-        Other: False arrests, sexual abuse, police corruption, racial profiling, political repression, and the improper use of Tasers

Police brutality does not burden all racial groups equally. It is a way for institutions and systems to oppress and discriminate against some groups based on race.

How to address structural racism

1.     Police brutality against people of color should be framed as structural racism, not power-hungry authority abusing police officers. It is much more than that.

2.     Support movements such as Black Lives Matter, Campaign Zero, and Black Visions Collective.

a.     Raise awareness to police brutality and expose structural racism.

3.     Advocate for and support criminal justice reform, demilitarization of police, and decriminalization of behaviors such as loitering and minor traffic violations, and ending stop-and-frisk.

4.     Remember the names of these victims of police brutality. 

5. Share stories and experiences. These open and honest conversations bring to light these issues of racism and discrimination.

6. Get creative! Use your talents and creative expression to tell these stories and experiences. Utlilize whatever platform you have, no matter how big or small to tell the stories of systemic racism, murder, and discrimination.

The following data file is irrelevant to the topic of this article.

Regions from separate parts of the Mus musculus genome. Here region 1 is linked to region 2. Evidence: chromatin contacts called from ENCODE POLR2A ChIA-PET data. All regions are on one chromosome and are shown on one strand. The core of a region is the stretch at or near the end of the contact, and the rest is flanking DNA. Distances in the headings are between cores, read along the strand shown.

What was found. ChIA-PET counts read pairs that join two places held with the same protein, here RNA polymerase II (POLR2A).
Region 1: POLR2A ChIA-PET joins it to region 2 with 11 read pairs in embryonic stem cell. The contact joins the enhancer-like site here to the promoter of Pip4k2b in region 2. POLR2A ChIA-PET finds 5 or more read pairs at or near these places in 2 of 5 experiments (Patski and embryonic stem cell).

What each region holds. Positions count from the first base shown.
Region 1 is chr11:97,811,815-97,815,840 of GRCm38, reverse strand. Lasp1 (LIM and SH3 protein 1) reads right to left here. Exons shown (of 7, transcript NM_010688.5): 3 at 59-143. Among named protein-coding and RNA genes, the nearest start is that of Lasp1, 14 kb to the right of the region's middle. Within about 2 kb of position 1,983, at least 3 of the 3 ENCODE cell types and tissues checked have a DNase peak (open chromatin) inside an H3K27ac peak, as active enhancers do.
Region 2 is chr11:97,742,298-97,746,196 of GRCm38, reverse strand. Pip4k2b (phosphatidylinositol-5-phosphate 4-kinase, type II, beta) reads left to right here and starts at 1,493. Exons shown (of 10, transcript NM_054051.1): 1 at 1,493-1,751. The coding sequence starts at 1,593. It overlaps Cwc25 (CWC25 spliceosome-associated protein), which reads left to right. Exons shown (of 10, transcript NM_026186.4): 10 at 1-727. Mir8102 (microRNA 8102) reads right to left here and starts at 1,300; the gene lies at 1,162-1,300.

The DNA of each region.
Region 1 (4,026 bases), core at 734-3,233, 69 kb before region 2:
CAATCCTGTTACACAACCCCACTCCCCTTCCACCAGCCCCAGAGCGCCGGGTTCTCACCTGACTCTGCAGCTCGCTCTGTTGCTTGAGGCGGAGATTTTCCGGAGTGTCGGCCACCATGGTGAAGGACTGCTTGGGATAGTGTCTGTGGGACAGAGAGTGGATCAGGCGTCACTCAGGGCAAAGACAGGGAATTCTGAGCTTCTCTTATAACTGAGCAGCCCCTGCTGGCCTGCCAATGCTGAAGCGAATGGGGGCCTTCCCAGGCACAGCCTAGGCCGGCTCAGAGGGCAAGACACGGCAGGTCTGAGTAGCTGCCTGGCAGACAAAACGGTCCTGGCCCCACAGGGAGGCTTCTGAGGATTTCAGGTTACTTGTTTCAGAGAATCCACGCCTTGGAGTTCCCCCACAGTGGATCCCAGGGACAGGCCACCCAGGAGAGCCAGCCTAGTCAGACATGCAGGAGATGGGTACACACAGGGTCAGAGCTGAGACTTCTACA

KNOW YOUR RIGHTS! How to protest safely 

Protesting -- the time-honored practice of publicly speaking out against perceived injustices and urging action -- is a form of assembly and thus protected by the Constitution.

The First Amendment gives the right to peaceful protest or peaceful assembly.

1.     Know your rights, whether you are attending a protest, organizing a protest, etc.


How to Stay Safe and Prepare – tips

1.     Go with friends, if possible. Let family know where you will be attending

2.     Leave valuables at home, only bring essentials (water, ID, signs, etc.)

a.     Carry items in a small bag, if needed.

3.     Prep your smartphone

a.     Put a passcode lock on your phone, police can’t ask you for that under the 5th Amendment.

4.     Bring a bandana soaked with water if you are worried about mace or tear gas

How to Interact with Police 

1.     If you get stopped by police while peacefully protesting, stay calm

a.     Don’t run or make sudden movements, keep hands visible

2.     If police detain you and start questioning you, know your rights

a.     Illinois has a “stop and identify” law, requiring your name, but otherwise stay quiet if police are questioning you

b.     Know your Miranda Rights

What to Do if You Feel Your Rights Have Been Violated?

1.     Do not challenge police at the scene of the protest

2.     Take notes, record every detail of the incident, then file a complaint when you can

3.     Get contact information from witnesses at the scene

4.     Document any injuries

Other Helpful Information

1.     Public spaces are typically fair game for peaceful protests, you should not need a permit there.

2.     You are allowed to take pictures and videos

a.     Police cannot confiscate or demand to see your pictures without a warrant


Stand up for what is right. Let your voice be heard. Support and empower one another.